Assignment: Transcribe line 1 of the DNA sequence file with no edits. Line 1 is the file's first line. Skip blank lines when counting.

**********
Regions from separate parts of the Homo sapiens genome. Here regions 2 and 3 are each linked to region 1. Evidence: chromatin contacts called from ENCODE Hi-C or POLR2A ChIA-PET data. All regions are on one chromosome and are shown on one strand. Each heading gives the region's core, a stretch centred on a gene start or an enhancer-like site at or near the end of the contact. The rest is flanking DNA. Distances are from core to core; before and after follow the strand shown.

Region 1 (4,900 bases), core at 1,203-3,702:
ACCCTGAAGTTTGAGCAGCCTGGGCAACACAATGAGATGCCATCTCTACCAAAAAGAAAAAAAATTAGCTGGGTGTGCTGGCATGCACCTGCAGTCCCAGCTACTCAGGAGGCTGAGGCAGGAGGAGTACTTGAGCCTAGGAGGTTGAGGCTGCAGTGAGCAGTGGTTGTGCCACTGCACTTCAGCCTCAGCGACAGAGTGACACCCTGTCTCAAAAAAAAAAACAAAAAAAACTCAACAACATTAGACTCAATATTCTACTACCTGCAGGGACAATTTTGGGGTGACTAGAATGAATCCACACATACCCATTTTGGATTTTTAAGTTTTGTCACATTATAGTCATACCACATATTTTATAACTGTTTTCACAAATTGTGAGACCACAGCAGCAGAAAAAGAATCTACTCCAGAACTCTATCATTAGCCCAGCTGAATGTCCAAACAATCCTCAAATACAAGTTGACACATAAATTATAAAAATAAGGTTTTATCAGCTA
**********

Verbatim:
Regions from separate parts of the Homo sapiens genome. Here regions 2 and 3 are each linked to region 1. Evidence: chromatin contacts called from ENCODE Hi-C or POLR2A ChIA-PET data. All regions are on one chromosome and are shown on one strand. Each heading gives the region's core, a stretch centred on a gene start or an enhancer-like site at or near the end of the contact. The rest is flanking DNA. Distances are from core to core; before and after follow the strand shown.